I fell in love with giant stompy robots visiting the Battletech Center for my thirteenth birthday. It seems strange in a modern world of online battle, but once upon a time you had to go to the same location to fight your friends. The Battletech Center went a few steps further by setting each screen inside a massive pod full of booming speakers, toggle switches and cockpit readouts straight out of a Hollywood set.
RPGs looking to explore this genre tend to end up on the mechanically complex side. Mechwarrior, A Time of War, Mekton, Lancer and even my own Camelot Trigger give a lot of space to mecha construction and cool robot gadgets. The Mecha Hack, from developer Matt Click and illustrated by the artist Runehammer, takes the idea in a faster, sleeker direction. It still manages to fit a big fight feel in the core book by offering a small tactical game, a bit of customization and sketched out setting that sets up mech on mech clashes efficiently, along with a shot of Pacific Rim kaiju punching for flavor.
The Mecha Hack, if you couldn’t guess from the name or the look of the book, is based on The Black Hack from designer David Black. The main things this book keeps are the roll under attribute player facing task resolution, resource dice for battle tension and range band combat. The attributes in this case are Power, Mobility, Systems and Presence. The mech is built as the main character, with the pilot played as a smaller component. Players plug together a pilot type and a mech type, choose some unique gear for the robot and are ready to hit the dropship. Heat and battle actions are governed by a reactor die. Push the mech and roll the reactor die. If it rolls low, it shrinks, and if it shrinks beyond a d4, it shuts down. This is a great tactical element that offers a little of the risk vs. reward in the best mecha games. It’s very easy to mutter “come on baby, hold together” whenever a player picks up the reactor die.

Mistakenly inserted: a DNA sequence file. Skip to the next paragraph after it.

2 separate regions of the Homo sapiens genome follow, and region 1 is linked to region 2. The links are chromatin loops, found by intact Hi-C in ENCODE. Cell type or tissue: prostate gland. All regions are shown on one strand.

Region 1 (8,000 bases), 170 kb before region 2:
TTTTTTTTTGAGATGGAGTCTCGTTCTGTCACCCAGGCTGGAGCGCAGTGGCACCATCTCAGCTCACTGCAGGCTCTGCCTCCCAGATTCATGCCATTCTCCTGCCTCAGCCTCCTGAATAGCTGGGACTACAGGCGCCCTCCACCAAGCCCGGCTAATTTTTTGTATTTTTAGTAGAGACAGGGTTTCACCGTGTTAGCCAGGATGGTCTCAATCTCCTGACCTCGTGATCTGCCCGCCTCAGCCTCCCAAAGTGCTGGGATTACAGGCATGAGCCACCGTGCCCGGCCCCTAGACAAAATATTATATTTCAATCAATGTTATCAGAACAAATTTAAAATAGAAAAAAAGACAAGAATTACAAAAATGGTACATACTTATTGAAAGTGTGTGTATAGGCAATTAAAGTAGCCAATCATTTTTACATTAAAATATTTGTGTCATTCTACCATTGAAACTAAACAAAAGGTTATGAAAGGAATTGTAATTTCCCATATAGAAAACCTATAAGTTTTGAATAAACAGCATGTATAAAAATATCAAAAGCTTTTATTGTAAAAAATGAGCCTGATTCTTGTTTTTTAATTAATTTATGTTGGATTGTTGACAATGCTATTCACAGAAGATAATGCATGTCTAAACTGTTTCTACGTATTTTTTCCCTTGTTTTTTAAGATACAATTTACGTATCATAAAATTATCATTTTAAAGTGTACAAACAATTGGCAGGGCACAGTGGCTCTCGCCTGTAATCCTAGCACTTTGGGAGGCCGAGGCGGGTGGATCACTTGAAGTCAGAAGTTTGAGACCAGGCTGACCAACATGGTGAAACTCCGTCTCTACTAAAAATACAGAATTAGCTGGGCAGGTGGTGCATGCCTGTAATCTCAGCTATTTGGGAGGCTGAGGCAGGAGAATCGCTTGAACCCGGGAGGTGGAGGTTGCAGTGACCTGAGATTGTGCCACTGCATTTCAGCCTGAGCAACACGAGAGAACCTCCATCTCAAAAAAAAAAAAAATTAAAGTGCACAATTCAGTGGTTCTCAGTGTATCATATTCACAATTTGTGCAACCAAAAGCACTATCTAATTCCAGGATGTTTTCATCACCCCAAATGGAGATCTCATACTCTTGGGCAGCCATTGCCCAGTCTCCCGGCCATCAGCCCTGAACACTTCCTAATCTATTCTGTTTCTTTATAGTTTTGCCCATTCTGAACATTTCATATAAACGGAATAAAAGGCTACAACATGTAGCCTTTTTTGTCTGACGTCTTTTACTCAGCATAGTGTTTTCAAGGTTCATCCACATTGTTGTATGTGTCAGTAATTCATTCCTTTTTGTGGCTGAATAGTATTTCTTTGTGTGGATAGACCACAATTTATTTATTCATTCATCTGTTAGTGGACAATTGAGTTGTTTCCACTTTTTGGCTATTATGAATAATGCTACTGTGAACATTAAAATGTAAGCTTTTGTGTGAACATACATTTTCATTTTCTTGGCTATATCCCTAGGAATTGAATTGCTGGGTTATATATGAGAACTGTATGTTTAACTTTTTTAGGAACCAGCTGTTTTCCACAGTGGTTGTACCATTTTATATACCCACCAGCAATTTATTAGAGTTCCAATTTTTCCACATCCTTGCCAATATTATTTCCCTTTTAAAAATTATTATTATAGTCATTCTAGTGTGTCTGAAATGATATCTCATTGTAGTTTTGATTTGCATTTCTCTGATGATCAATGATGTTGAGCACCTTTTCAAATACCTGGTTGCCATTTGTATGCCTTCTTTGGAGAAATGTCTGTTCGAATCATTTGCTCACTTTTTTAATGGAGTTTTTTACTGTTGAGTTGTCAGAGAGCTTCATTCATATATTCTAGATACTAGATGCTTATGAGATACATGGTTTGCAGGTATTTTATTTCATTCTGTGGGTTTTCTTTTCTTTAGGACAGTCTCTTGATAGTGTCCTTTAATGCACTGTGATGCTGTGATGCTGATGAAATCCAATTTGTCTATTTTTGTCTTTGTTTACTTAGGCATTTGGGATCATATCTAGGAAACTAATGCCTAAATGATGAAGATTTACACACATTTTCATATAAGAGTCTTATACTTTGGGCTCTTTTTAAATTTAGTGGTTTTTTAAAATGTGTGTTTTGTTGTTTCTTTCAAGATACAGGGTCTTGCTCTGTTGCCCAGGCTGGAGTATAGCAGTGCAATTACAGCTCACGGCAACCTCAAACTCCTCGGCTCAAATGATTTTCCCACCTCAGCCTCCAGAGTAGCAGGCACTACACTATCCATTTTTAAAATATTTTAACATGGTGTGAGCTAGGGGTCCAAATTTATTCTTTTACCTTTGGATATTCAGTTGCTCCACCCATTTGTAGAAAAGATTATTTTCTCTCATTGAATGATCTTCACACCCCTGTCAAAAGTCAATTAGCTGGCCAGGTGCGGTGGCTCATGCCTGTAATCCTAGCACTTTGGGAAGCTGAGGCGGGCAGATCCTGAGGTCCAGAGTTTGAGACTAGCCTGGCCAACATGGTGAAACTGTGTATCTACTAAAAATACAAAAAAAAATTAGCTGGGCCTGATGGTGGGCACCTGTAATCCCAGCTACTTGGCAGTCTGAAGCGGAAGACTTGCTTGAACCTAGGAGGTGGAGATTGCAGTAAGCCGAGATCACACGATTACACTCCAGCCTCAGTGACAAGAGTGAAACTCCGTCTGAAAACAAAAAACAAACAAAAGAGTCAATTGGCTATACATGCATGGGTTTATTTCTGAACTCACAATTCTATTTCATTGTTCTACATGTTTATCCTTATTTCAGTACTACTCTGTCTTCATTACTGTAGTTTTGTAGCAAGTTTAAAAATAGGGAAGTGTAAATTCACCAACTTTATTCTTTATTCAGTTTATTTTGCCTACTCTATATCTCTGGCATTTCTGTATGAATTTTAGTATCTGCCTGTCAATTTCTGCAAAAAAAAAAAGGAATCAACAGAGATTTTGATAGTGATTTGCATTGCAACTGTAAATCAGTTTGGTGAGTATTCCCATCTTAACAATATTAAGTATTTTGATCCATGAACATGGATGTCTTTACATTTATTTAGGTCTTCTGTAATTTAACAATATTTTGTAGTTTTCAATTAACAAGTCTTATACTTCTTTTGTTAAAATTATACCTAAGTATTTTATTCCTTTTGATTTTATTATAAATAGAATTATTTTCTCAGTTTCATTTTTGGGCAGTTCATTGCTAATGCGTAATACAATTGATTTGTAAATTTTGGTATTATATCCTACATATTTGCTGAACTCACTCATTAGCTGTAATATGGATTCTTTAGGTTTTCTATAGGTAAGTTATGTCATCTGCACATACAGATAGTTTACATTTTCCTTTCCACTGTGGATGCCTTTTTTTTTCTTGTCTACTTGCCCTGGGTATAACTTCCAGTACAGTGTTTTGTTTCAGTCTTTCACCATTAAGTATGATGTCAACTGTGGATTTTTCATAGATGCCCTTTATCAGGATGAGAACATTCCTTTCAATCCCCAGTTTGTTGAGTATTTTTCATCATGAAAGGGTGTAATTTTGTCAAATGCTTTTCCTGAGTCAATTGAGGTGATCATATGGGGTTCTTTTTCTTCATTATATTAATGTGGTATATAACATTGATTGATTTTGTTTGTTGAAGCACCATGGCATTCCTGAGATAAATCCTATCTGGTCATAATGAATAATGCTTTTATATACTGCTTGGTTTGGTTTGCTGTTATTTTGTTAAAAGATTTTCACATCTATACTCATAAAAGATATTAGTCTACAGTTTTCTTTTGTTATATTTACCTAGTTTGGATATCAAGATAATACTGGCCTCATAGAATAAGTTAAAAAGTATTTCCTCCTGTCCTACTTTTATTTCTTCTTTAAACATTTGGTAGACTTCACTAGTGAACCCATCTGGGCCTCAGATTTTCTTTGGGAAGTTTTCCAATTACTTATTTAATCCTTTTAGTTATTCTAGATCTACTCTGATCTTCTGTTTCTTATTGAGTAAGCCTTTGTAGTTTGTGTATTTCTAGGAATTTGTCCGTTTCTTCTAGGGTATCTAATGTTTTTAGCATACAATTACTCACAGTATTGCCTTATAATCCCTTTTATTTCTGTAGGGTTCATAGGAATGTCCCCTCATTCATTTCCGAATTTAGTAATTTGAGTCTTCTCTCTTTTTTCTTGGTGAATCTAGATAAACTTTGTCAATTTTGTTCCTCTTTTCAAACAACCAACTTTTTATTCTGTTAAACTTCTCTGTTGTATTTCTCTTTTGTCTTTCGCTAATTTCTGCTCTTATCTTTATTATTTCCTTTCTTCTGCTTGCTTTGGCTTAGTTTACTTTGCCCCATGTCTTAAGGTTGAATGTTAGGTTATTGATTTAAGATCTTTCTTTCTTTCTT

Even though the designers make it clear it’s okay to use their game to run one of the worlds mentioned earlier in the article, I enjoyed the factional setup included for Lodestar Alpha. The three human factions are there mostly to let players imagine their favorite type of mecha, whether it’s the industrial horizontal lines of the Terran Collective, the stylized empire of the Aeonic Primacy or the faded nobility of the Neo Dominion. Not only do these factions offer plenty of reasons to fight each other, there’s a greater enemy on the horizon. The Voidmaw are giant aliens that offer the human factions a rare opportunity to band together. They are also the creatures that built the settings FTL travel network which means they can show up anywhere or, if the GM wants to keep things between human factions, a long-dead species that generates whispers and rumors.
What really makes The Mecha Hack sing is the recently released rules supplement. The Mission Manual adds new enemies, new setting info, new random charts and no rules for the GM to pick and choose to use. The optional rules include a little bit of depth for out of mech missions, new pilots and mech types and more downtime options to allow tables to get into drama outside their robots. These rules are great add-ons not just for the default setting, but also allow players to further customize using a different setting with this rules set.
The real value of The Mission Manual lies in the over 40 mission write-ups. Each is a page long which comes complete with a breakdown of what the pilots know going into the mission, three suggestions for big battle set pieces, secondary objectives and unexpected twists to complicate the missions. The adventures have keyword references that make choosing one to suit the mood easy, and there are also discussions on how to connect certain missions as a larger campaign storyline. These write ups are full of great detail for their small size and would be a great use to anyone who needs inspiration for a night of mecha action in any system. The book also includes a discussion on how to modify the adventures further. It’s a great bit of Game Master technique in a few short pages.
Fans of mecha looking for a lot of action without heavy rules should check out The Mecha Hack. Even if the game proves too light, there’s plenty of material that can be repurposed for your favorite giant stompy robot game.
If you enjoyed this review, please consider purchasing the material through the links embedded above. Every little bit to support your friendly local game writer helps.